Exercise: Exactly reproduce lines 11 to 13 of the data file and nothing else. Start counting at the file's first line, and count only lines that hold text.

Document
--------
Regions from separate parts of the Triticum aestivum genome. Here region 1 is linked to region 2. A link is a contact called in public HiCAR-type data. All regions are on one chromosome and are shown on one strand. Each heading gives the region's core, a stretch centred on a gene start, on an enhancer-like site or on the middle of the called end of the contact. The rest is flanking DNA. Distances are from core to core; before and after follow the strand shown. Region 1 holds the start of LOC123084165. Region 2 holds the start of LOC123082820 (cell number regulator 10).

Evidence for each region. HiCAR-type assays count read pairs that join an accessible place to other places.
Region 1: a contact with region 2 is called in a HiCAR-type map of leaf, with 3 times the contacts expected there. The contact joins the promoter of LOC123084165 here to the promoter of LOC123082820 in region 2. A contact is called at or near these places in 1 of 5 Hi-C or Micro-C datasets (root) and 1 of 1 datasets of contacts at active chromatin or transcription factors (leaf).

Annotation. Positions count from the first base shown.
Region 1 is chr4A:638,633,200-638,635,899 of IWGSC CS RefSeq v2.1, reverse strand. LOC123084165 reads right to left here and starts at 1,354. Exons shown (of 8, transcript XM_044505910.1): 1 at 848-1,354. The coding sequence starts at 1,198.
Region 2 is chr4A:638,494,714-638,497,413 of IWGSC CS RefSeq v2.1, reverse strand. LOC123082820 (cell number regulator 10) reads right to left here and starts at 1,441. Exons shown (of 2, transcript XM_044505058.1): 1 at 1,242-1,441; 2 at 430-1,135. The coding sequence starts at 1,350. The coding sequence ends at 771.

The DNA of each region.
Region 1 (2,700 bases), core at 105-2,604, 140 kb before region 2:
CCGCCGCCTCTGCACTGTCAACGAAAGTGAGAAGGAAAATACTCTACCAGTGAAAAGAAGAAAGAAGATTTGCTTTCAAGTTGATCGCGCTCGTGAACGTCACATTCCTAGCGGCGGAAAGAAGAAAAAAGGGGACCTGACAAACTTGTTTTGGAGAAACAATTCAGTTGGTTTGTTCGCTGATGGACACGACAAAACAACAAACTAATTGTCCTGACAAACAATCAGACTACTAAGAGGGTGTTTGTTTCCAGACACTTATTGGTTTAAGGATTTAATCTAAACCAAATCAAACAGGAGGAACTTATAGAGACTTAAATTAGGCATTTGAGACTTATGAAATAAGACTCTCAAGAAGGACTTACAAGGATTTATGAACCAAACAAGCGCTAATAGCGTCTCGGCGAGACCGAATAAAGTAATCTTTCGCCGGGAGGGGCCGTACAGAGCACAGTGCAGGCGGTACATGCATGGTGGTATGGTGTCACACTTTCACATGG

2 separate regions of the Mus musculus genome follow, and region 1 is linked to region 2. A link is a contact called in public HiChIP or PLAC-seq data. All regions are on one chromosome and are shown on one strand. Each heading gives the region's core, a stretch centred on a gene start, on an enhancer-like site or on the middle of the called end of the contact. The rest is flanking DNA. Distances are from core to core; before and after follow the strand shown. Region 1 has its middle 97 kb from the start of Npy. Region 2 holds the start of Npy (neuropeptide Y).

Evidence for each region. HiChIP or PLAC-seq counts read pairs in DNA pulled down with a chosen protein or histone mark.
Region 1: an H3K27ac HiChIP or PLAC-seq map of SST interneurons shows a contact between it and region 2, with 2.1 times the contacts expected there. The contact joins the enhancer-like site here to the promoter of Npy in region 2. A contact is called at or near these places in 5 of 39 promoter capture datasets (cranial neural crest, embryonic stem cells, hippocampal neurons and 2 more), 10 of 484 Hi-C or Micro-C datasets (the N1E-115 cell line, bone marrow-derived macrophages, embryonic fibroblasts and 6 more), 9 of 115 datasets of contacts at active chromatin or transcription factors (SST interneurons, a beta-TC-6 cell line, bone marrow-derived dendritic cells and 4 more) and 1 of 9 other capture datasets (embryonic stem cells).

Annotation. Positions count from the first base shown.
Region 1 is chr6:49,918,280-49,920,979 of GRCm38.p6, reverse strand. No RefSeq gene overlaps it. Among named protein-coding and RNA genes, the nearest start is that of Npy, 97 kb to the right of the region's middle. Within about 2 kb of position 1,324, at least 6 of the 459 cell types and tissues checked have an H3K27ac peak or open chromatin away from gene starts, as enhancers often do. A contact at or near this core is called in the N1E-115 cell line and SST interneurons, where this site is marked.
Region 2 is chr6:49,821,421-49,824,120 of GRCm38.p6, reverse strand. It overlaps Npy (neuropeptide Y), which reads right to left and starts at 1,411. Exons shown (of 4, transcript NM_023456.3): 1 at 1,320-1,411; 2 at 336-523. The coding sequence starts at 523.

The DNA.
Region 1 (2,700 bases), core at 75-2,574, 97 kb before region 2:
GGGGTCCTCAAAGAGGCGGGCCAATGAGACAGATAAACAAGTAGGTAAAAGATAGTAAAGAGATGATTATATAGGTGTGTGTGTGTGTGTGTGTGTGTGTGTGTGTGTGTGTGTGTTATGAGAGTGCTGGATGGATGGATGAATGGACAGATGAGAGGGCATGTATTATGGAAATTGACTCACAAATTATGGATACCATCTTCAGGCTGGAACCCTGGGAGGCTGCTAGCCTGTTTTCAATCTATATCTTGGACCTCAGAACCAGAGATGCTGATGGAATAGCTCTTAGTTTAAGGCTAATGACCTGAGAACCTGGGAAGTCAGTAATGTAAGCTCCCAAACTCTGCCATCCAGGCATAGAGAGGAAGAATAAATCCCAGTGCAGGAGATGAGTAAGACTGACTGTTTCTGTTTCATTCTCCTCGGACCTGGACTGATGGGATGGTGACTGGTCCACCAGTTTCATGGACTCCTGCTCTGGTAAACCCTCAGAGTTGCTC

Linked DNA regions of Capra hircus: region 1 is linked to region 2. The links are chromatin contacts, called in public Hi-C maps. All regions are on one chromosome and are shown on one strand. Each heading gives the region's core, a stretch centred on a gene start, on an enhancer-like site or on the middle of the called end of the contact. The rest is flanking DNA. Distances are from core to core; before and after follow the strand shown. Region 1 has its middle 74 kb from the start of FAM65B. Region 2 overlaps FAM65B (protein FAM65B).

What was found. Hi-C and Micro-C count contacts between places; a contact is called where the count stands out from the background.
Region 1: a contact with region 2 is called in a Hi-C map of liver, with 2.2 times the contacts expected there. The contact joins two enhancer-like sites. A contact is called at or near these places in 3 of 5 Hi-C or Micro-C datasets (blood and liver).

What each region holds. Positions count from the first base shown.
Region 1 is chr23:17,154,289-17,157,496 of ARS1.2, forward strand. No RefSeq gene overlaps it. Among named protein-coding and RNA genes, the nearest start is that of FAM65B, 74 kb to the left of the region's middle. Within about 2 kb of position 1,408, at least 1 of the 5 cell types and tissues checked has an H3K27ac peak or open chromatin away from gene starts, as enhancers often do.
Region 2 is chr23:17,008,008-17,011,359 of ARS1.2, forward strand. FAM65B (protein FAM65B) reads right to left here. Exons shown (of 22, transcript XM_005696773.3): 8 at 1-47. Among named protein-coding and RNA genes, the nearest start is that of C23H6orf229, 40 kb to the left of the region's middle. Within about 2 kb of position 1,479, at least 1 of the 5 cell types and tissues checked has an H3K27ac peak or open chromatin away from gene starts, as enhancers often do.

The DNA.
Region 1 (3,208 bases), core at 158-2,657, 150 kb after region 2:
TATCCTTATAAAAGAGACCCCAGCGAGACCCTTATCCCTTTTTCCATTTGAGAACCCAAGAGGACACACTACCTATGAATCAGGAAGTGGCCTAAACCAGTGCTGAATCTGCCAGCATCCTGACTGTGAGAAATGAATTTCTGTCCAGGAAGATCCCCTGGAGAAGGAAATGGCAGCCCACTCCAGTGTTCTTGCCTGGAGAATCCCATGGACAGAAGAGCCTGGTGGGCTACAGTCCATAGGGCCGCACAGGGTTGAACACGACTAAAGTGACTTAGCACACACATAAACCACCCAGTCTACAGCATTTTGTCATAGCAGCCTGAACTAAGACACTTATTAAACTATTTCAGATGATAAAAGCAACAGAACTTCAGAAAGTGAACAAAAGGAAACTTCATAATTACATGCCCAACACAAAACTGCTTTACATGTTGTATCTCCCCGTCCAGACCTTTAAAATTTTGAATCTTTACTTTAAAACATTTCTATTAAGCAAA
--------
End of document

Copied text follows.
Evidence for each region. HiChIP or PLAC-seq counts read pairs in DNA pulled down with a chosen protein or histone mark.
Region 1: an H3K27ac HiChIP or PLAC-seq map of SST interneurons shows a contact between it and region 2, with 2.1 times the contacts expected there. The contact joins the enhancer-like site here to the promoter of Npy in region 2. A contact is called at or near these places in 5 of 39 promoter capture datasets (cranial neural crest, embryonic stem cells, hippocampal neurons and 2 more), 10 of 484 Hi-C or Micro-C datasets (the N1E-115 cell line, bone marrow-derived macrophages, embryonic fibroblasts and 6 more), 9 of 115 datasets of contacts at active chromatin or transcription factors (SST interneurons, a beta-TC-6 cell line, bone marrow-derived dendritic cells and 4 more) and 1 of 9 other capture datasets (embryonic stem cells).

Annotation. Positions count from the first base shown.